Decide on your budget.  Depending on the make and model, you can buy new guns from as little as £600 or £700 upwards.  The second-hand gun market starts at a few hundred pounds.  The baseline is a safe and reliable gun; thereafter you are paying for a higher grade wood, engraving, machine vs hand-made/finished.  A good benchmark is a basic model of the Beretta Silver Pigeon; brand new is £1500 or good condition second hand will be £1,000 – £1250.  It comes down to what you can afford.  Bear in mind for resale, that a well looked after second-hand gun can really hold its value.

If the Shoe Fits….! 

Think of a gun like a pair of shoes; it needs to fit you properly and do the job in hand.  You wouldn’t buy size 4 tennis shoes if you are a size 6; you wouldn’t be able to walk let alone run in them, or you might, but very badly and it would very probably hurt so you wouldn’t enjoy wearing them, however much you liked them!  When it comes to buying a gun, the same thing applies; the most important thing is it fits you correctly or if it doesn’t, can it be altered to do so?  Gun fit is crucially important so that you can get the best out of your gun and your gun can get the best out of you!  Equally, shoes need to be fit for purpose.  You wouldn’t buy high heels for hiking in; so in the same way I wouldn’t recommend you buy a trap gun for game shooting or skeet.

Many guns shops, sad to say, will be happy to sell you any gun whether or not it fits or is appropriate to you and your needs, just to get a sale.  Therefore, I strongly suggest you take someone with you who knows about shotguns and preferably gun fit.  

Guns Fit for Ladies

Beware! Shooting is still a man’s world; consequently most off the shelf guns are designed for men.  Ladies usually need not only a higher comb and a shorter stock then men but also a wider comb, different pitch and cast, and a smaller radius of grip.  The good news is there are now some guns on the market such as the Browning Liberty, Beretta Vittoria, Blaser F16, Caesar Guerini Tempio Syren designed more for ladies and some are a little lighter too.  They’re a good starting point but may still need alteration.  Look out too for guns with adjustable stocks that go a long way towards achieving a better fit.  They are a desirable feature when it comes to reselling the gun too.


Be prepared to have your gun altered to fit you.  Simple alterations such as shortening the stock, changing the pitch, raising the comb, fitting an adjustable comb or even bending the stock for cast will cost you in the region of £75 – £250. 

Another alternative is to have a bespoke stock; a real luxury but worth it. I suggest waiting a little while for this, until you have honed your gun mounting skills and found your favoured discipline and not to mention saved a few pennies!

Just Let Me Shop and No One Gets Hurt!

I recommend going to a reputable gun shop or gun dealer.  If you go to a shooting ground with a gun shop, you will be able to try out second hand guns or demo guns; it is better to try the gun first so you can really feel what it is like to handle and shoot.  The gun shop should be able to advise you on a suitable gun for your needs and also on gun fit, but this is not always the case; I’ve plenty of clients who have been sold wholly inappropriate guns for them and ones that nowhere near fit, which is regrettable.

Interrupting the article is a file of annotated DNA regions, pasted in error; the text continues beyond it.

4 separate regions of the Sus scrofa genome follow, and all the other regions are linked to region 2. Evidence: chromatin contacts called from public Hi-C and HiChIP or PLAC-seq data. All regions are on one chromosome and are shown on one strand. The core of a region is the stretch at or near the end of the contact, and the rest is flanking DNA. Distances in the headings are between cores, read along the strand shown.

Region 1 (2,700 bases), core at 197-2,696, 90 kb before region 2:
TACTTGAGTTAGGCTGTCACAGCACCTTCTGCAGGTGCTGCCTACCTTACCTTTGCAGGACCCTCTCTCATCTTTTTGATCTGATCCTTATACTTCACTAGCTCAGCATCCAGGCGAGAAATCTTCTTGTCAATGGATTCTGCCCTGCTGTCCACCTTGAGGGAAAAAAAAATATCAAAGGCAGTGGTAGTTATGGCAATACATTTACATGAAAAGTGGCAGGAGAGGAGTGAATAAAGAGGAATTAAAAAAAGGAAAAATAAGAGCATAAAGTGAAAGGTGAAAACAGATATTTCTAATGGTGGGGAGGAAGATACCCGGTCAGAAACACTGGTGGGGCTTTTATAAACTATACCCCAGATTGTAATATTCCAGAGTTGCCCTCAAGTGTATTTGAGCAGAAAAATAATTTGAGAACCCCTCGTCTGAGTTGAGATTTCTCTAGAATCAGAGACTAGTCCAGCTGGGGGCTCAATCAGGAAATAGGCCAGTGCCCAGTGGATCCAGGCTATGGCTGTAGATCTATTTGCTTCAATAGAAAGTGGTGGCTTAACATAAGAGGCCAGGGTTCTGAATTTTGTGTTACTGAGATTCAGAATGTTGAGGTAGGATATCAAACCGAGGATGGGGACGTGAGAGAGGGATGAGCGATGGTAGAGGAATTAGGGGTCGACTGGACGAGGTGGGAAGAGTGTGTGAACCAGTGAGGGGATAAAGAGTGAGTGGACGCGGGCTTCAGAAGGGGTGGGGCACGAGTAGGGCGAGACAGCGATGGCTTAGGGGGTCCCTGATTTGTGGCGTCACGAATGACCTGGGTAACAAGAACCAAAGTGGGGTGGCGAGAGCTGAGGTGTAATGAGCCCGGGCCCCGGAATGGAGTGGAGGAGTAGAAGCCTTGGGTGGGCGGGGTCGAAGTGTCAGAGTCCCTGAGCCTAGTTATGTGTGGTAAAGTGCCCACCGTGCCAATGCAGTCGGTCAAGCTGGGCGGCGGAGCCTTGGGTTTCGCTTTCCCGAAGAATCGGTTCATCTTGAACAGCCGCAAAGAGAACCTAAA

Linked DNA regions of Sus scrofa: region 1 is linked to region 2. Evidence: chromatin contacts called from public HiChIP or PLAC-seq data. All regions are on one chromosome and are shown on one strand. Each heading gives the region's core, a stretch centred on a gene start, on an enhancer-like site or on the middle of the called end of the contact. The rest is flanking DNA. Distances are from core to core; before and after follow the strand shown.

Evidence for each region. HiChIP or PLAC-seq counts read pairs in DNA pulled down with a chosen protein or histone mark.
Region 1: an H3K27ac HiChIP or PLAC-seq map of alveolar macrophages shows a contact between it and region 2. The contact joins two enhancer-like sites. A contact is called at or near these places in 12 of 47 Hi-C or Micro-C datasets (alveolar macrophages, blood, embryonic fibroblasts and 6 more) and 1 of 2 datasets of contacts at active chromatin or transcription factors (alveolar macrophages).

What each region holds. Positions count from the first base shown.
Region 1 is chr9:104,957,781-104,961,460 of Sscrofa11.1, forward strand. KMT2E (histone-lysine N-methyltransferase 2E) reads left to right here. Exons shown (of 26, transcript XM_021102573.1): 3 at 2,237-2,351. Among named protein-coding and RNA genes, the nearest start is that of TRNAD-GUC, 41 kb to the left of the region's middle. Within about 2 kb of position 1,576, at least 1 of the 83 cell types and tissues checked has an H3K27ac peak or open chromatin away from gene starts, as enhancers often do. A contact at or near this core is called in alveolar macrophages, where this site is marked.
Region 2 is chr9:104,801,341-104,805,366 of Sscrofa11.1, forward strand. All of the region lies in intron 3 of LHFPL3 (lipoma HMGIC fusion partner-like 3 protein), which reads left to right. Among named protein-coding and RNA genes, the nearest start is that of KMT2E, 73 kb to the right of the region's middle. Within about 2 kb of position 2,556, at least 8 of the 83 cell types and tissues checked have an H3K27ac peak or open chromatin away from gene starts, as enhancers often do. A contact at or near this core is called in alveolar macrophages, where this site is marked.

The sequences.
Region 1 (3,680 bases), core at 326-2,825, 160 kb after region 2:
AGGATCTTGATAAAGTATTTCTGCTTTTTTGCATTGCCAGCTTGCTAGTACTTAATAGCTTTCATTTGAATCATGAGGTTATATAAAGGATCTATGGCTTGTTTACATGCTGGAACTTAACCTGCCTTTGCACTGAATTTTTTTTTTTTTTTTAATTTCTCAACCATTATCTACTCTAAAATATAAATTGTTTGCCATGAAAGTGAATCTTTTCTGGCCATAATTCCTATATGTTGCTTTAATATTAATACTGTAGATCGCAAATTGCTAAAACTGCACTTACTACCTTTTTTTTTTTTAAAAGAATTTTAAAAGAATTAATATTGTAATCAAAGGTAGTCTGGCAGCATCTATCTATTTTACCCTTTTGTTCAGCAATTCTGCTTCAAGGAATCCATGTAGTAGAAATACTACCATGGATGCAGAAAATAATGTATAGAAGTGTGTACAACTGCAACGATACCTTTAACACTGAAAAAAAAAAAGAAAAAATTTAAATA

You can of course buy guns privately but you need to be savvy about what you’re buying and the value.  Always try out second hand guns to check the fit and that you like the feel of it but also that they function properly.  Look it over carefully; the more dinks and scratches the more use the gun has had.  Look closely for cracks in the stock and the overall condition of the gun and metal work.  Does it need re-bluing, is it rusty, are the barrels pitted?  Take it apart (stock, forend, barrels I mean, not the whole trigger system!) and see how clean it is and what condition it’s in.

Added Extras!

Barrel Length: It depends what you are shooting and your experience but as a novice lady, 28” will do just fine for most disciplines; maybe 30” for trap, but longer barrels are a little harder to control and heavier.  Remember, you want to enjoy your shooting!

Wood and Engraving: The higher the grade of wood and more intricate the engraving the more expensive the gun.  Nice to have but neither make you shoot better!

Adjustable Trigger: this is useful, especially if you have small hands or short fingers.

Detachable Trigger: Handy for safe storage if you’re away from home.  Just drop the trigger unit out and take it with you whilst you leave the gun discretely secured in your hotel room or out of sight in the boot of your car.  It makes for easier maintenance too.

Butt Pads:  These come in different materials (rubber, plastic or wood); different thicknesses can help you get the length of the stock right.  If the rubber pad catches on your shooting jacket, cover the end with insulating tape or swap it for a wooden one.

Multi Choke: This is a good option too, depending on the purpose of the gun.  It gives you flexibility for shooting different disciplines or different targets.  On the downside, chokes are another thing to stress about when shooting and they are a pain to clean!

The Final Result!

Good luck ladies and enjoy the journey and your new gun!  If the worst does happen and you end up with the wrong gun, you will have learned a lot about what you don’t want for next time.  You can then just trade your gun in and have the whole “new gun shopping experience” all over again!   Oh and don’t forget to give your new gun a name;  my Perazzi is called Percy!

By Nicki Wakeford

Freelance Shooting Coach, British Shooting Talent Pathway Coach

APSI Member, ISSF C Licence Coach, CPSA Safety Officer, Lantra Loader